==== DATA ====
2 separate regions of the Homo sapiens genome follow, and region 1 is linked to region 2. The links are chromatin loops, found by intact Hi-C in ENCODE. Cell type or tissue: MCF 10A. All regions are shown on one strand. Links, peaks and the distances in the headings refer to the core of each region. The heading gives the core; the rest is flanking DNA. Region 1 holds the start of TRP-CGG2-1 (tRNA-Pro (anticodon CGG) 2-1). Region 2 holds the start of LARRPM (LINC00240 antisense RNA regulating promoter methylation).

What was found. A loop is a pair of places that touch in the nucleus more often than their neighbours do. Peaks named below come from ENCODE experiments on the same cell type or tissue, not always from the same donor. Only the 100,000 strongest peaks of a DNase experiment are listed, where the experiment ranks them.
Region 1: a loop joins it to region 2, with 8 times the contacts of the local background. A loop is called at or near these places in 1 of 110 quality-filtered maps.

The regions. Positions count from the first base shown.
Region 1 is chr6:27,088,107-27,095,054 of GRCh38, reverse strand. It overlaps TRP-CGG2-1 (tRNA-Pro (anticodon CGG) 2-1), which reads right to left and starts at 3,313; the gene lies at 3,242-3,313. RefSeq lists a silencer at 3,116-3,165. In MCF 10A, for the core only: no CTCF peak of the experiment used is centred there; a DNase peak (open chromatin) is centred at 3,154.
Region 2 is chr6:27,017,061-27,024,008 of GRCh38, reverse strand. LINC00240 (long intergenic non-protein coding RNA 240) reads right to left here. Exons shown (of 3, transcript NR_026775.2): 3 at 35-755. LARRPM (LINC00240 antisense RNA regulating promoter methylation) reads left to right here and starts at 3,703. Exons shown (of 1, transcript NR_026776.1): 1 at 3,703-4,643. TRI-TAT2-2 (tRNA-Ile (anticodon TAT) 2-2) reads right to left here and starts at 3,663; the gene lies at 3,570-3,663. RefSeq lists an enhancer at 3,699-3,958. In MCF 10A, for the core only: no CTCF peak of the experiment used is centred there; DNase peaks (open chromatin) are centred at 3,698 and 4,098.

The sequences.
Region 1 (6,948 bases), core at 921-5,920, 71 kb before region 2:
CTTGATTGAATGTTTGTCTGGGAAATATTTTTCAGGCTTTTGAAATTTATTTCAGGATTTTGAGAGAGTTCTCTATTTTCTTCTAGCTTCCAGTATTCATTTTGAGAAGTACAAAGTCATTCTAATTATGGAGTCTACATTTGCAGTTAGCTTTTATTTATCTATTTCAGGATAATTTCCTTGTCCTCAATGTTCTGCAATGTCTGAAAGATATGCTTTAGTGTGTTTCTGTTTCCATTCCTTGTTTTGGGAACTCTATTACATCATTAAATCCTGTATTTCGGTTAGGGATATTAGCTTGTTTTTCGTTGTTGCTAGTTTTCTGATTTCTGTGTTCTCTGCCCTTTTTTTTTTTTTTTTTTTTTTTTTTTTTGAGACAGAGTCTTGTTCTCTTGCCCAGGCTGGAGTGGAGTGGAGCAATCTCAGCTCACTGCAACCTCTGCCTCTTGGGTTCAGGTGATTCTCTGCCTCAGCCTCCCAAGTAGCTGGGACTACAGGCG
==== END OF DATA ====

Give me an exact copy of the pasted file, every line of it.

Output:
2 separate regions of the Homo sapiens genome follow, and region 1 is linked to region 2. The links are chromatin loops, found by intact Hi-C in ENCODE. Cell type or tissue: MCF 10A. All regions are shown on one strand. Links, peaks and the distances in the headings refer to the core of each region. The heading gives the core; the rest is flanking DNA. Region 1 holds the start of TRP-CGG2-1 (tRNA-Pro (anticodon CGG) 2-1). Region 2 holds the start of LARRPM (LINC00240 antisense RNA regulating promoter methylation).

What was found. A loop is a pair of places that touch in the nucleus more often than their neighbours do. Peaks named below come from ENCODE experiments on the same cell type or tissue, not always from the same donor. Only the 100,000 strongest peaks of a DNase experiment are listed, where the experiment ranks them.
Region 1: a loop joins it to region 2, with 8 times the contacts of the local background. A loop is called at or near these places in 1 of 110 quality-filtered maps.

The regions. Positions count from the first base shown.
Region 1 is chr6:27,088,107-27,095,054 of GRCh38, reverse strand. It overlaps TRP-CGG2-1 (tRNA-Pro (anticodon CGG) 2-1), which reads right to left and starts at 3,313; the gene lies at 3,242-3,313. RefSeq lists a silencer at 3,116-3,165. In MCF 10A, for the core only: no CTCF peak of the experiment used is centred there; a DNase peak (open chromatin) is centred at 3,154.
Region 2 is chr6:27,017,061-27,024,008 of GRCh38, reverse strand. LINC00240 (long intergenic non-protein coding RNA 240) reads right to left here. Exons shown (of 3, transcript NR_026775.2): 3 at 35-755. LARRPM (LINC00240 antisense RNA regulating promoter methylation) reads left to right here and starts at 3,703. Exons shown (of 1, transcript NR_026776.1): 1 at 3,703-4,643. TRI-TAT2-2 (tRNA-Ile (anticodon TAT) 2-2) reads right to left here and starts at 3,663; the gene lies at 3,570-3,663. RefSeq lists an enhancer at 3,699-3,958. In MCF 10A, for the core only: no CTCF peak of the experiment used is centred there; DNase peaks (open chromatin) are centred at 3,698 and 4,098.

The sequences.
Region 1 (6,948 bases), core at 921-5,920, 71 kb before region 2:
CTTGATTGAATGTTTGTCTGGGAAATATTTTTCAGGCTTTTGAAATTTATTTCAGGATTTTGAGAGAGTTCTCTATTTTCTTCTAGCTTCCAGTATTCATTTTGAGAAGTACAAAGTCATTCTAATTATGGAGTCTACATTTGCAGTTAGCTTTTATTTATCTATTTCAGGATAATTTCCTTGTCCTCAATGTTCTGCAATGTCTGAAAGATATGCTTTAGTGTGTTTCTGTTTCCATTCCTTGTTTTGGGAACTCTATTACATCATTAAATCCTGTATTTCGGTTAGGGATATTAGCTTGTTTTTCGTTGTTGCTAGTTTTCTGATTTCTGTGTTCTCTGCCCTTTTTTTTTTTTTTTTTTTTTTTTTTTTTGAGACAGAGTCTTGTTCTCTTGCCCAGGCTGGAGTGGAGTGGAGCAATCTCAGCTCACTGCAACCTCTGCCTCTTGGGTTCAGGTGATTCTCTGCCTCAGCCTCCCAAGTAGCTGGGACTACAGGCG